the state of things

 

The One With The Magnetic Ball

by Elvis Shackleton - 07:58 on 21 January 2009

Douglas Lindsay is currently writing The Final Cut. The following first appeared in his Letter From Belgrade on 19th January 2005:

Looking up from his post-school snack, yesterday afternoon, my wee lad broke a long silence with the words: 'If one of your family dies, it's wrong to put them in the garbage.' And you know, you can't fault him. It's wrong to put one of your family in the garbage under any circumstances, dead or alive. No matter how much you might feel like doing it. It's good to know that the school are teaching them the core principles of body disposal.

What the boy really needs to learn at school, since he steadfastly refuses to do so at home, is a list of things not to swallow. Somewhere on the list, albeit not at the top, would be 'small magnetic ball'. A couple of weeks ago he was playing with such an item, when he suddenly stared at his mother with a vaguely concerned look on his chops. 'Did you swallow that,' she asked? 'Yes,' he replied, 'it's stuck in my throat.' So, the very fact of being able to utter the words 'it's stuck in my throat', is a bit like being able to say, 'I'm dead, take me to the garbage.' Clearly, you're not dead, and clearly the ball wasn't stuck in his throat, at least not in a turning his face purple way.

(I saw this poster in a doctor's surgery once, which stated that if someone is 'talking, breathing or coughing, they're not choking', and have applied it happily to the kids ever since, so that every time one of them swallows something too quickly, and they start coughing and gasping for air as if they're about to die, I casually turn to the sports section and pop another hot dog on the barbie, confident that in a few seconds time, they'll be back at their apple juice; and if I'm in a particularly parental mood, I might throw a 'serves you right for drinking too quickly' at them whilst they're at their most distressed. Conversely, on the odd occasion when they've been neither talking, breathing nor coughing, I'm a useless blob of panic, frantically searching for the nearest competent adult.)

So we had a quick debate about whether or not we should waste our Sunday afternoon by taking him to the doctor, but since there was nothing on the tv and the medical centre is five minutes away, we decided we'd better get him checked out. Mother and child poddled off down the road, while me and the girl stayed at home to man the fires and keep the potato and gruel soup on the go for dinner. So, the nurse checks out our lad, gives him something like a large bar of chocolate to eat just to prove that there's no blockage, ruffles his hair, smiles all round as if they were in a BUPA advert, then she turns to my wife and utters the inevitable, and yet brutal words: 'You'll need to check that it comes out the other end.'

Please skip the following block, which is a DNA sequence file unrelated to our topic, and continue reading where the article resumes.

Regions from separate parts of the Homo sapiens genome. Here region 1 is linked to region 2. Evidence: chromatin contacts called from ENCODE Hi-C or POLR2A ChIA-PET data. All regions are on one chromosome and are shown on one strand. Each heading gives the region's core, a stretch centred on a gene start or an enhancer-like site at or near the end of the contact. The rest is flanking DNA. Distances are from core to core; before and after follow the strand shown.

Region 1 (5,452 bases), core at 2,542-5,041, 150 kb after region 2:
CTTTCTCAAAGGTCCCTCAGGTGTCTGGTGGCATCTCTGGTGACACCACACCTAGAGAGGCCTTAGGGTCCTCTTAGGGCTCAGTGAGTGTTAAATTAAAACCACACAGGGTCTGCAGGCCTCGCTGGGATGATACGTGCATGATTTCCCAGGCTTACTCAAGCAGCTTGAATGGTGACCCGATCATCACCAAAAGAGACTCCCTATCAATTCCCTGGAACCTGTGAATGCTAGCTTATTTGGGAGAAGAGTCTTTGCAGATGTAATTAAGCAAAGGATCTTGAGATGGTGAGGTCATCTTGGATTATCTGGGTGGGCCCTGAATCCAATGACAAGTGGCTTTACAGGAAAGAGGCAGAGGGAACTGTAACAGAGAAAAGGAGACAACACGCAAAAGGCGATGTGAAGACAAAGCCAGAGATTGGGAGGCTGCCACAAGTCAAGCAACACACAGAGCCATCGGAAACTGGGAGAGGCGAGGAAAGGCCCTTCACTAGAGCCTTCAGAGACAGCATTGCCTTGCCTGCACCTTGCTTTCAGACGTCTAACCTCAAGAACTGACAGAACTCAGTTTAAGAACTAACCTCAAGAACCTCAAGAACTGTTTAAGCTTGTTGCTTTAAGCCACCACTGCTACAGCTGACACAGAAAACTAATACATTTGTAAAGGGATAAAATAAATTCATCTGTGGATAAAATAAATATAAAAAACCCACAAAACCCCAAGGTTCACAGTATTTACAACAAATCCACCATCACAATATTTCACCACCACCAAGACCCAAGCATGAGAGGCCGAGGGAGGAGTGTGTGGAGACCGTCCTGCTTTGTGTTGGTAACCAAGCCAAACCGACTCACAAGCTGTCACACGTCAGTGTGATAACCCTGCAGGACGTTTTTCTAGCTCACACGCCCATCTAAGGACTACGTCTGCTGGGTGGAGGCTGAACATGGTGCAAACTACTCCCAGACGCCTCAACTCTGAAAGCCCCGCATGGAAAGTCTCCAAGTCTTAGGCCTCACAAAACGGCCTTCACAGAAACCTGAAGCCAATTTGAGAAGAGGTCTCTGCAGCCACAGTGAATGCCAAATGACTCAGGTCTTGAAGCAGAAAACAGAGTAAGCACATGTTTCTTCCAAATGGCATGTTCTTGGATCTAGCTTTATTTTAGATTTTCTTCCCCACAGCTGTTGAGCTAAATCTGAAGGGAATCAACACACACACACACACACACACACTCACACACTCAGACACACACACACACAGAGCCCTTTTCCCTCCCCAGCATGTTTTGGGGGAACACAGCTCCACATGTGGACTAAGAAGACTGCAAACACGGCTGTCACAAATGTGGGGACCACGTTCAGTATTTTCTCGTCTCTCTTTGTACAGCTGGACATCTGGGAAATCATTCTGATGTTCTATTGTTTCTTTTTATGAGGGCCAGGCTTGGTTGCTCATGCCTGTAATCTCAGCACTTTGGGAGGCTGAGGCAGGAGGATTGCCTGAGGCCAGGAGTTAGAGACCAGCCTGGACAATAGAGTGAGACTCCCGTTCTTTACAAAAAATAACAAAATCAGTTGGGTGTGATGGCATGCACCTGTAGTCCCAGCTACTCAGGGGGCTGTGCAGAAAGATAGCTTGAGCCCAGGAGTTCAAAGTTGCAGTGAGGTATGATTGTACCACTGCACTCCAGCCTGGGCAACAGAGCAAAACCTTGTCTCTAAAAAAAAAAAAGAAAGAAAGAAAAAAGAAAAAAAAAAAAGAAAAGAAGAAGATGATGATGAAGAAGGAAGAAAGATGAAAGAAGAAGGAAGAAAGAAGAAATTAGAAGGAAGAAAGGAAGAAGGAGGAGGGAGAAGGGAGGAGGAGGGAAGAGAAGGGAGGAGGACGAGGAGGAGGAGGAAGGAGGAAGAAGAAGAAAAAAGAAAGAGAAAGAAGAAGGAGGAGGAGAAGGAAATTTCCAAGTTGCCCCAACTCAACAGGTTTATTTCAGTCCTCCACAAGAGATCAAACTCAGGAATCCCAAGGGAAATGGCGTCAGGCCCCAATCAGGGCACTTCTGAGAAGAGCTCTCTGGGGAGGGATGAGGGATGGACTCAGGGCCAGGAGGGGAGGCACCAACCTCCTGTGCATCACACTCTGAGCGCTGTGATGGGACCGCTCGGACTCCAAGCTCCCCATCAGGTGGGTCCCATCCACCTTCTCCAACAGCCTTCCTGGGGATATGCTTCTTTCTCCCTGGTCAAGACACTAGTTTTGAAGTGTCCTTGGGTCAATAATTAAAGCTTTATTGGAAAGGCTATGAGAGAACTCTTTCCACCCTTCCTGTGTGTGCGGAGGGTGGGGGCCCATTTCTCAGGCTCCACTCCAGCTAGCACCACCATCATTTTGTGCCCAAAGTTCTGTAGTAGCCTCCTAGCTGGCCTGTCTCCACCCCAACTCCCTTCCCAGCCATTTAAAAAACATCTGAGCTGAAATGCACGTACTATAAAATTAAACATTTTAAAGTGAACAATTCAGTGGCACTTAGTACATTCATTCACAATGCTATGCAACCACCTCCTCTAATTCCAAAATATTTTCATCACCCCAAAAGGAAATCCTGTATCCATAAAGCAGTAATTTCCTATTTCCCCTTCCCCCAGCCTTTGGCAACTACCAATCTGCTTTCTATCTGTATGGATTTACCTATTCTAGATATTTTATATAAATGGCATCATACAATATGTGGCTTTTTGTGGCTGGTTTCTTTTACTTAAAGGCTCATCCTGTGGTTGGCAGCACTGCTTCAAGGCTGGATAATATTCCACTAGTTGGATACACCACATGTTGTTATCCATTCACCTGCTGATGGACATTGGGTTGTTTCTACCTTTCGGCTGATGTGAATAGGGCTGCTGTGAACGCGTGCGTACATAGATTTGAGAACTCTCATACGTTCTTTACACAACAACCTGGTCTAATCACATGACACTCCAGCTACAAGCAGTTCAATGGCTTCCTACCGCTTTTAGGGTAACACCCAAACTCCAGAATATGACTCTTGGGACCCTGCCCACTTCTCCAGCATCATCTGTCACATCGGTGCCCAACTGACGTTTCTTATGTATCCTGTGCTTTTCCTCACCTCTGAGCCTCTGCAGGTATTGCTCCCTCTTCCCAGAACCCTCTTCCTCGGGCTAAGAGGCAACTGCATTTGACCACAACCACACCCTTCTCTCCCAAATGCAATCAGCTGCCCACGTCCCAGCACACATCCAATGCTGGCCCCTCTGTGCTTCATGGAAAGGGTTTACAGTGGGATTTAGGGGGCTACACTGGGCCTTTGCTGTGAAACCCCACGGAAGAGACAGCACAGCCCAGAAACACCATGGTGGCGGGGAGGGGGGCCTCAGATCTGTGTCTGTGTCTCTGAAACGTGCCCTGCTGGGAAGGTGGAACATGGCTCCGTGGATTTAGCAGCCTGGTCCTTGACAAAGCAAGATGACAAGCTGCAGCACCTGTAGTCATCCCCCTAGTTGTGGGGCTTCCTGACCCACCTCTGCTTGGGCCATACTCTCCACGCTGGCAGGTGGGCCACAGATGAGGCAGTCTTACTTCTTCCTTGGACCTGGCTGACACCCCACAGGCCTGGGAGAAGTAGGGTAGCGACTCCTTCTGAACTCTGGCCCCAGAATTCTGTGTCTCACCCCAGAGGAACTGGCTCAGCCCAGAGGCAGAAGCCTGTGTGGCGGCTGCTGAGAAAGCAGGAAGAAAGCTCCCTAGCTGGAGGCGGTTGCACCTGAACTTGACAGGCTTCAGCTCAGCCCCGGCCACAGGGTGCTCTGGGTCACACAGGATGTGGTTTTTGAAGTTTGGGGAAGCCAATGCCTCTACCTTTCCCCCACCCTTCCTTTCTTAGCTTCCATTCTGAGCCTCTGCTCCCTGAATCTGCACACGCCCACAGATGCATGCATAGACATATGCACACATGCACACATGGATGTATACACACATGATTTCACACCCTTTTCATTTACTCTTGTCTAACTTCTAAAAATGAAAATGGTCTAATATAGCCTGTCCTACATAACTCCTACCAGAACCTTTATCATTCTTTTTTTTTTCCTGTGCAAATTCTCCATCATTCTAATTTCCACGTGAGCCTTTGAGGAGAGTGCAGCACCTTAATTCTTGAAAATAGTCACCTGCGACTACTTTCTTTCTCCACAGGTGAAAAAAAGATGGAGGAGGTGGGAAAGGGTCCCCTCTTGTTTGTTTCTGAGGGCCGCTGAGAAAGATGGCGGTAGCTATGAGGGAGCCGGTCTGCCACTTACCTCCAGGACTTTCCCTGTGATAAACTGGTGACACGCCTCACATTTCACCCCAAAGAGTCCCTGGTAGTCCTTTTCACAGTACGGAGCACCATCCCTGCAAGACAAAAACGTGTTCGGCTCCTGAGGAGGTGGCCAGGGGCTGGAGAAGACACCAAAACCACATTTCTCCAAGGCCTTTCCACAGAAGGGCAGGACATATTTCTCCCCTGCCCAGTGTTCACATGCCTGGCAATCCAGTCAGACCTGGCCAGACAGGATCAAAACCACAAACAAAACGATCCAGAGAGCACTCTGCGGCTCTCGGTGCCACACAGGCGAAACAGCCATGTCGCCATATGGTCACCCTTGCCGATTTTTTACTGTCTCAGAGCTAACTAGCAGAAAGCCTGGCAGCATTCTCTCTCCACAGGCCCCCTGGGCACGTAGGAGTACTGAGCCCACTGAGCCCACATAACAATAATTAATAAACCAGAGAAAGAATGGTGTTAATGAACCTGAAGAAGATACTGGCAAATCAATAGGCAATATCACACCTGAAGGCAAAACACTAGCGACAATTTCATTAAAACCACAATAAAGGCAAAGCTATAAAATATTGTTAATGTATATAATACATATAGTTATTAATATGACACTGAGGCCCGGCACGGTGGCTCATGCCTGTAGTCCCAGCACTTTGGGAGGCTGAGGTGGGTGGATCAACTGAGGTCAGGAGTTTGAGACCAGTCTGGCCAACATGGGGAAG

Now, if it had been me there I believe I would immediately have demanded that he be stomach-pumped on the spot. That might have been a little unpleasant for him, but children have to be taught a lesson after all. One good, solid, horrible stomach pumping, and the wee fella wouldn't even have been thinking twice the next time some non-food substance came anywhere near his mouth. However, he was, from the beginning, completely fascinated by the thought of his mother and father having to rummage through his excrement with a magnet. As soon as he understood what was going to happen, you could see him idly browsing his toy collection, searching for something else which was going to pass all the way through him without causing too much discomfort. And so, we buckled down for the duration, ran a quick sweepstake on how long it would take for the ball to emerge, and huddled around the campfire waiting for his next bowel movement. We did have a large industrial magnet to hand, but since there are approximately three hundred and seventeen miles of intestine in the average human body, the nurse had already warned us about the frustrating futility of this course of action.

That night we slept uncomfortably, each of us aware of the horror which awaited the following morning. There was a tension in the air, which seemed to cling to the skin, making for a long, sleepless and restless night. When sleep did come, it was fitful and unpleasant, filled with fetid nightmares of sewage and waste disposal units. The hours before daybreak seemed to last forever, the dawn took an eternity. Finally the first birds of a cold winter's day in the Balkans let rip the battle cries of morning, and a frosty dawn crept slowly over the rooftops of Belgrade.

Looking each other in the eye, my wife and I realised our chance of revenge. And so, with the day a little after 0645hrs, we charged into the boy's bedroom, leapt on top of him, and started shouting, 'Wake up! Wake up!' Four year-olds have no sense of irony, so he cried a bit. And then, when he'd settled down and muddled down the stairs for breakfast, we began part two of our version of Children's Water Torture. 'Do you need to poo yet? Do you need to poo yet? Do you need to poo yet? Do you need to poo yet? Do you need to poo yet? Do you need to poo yet?' He still had no sense of irony.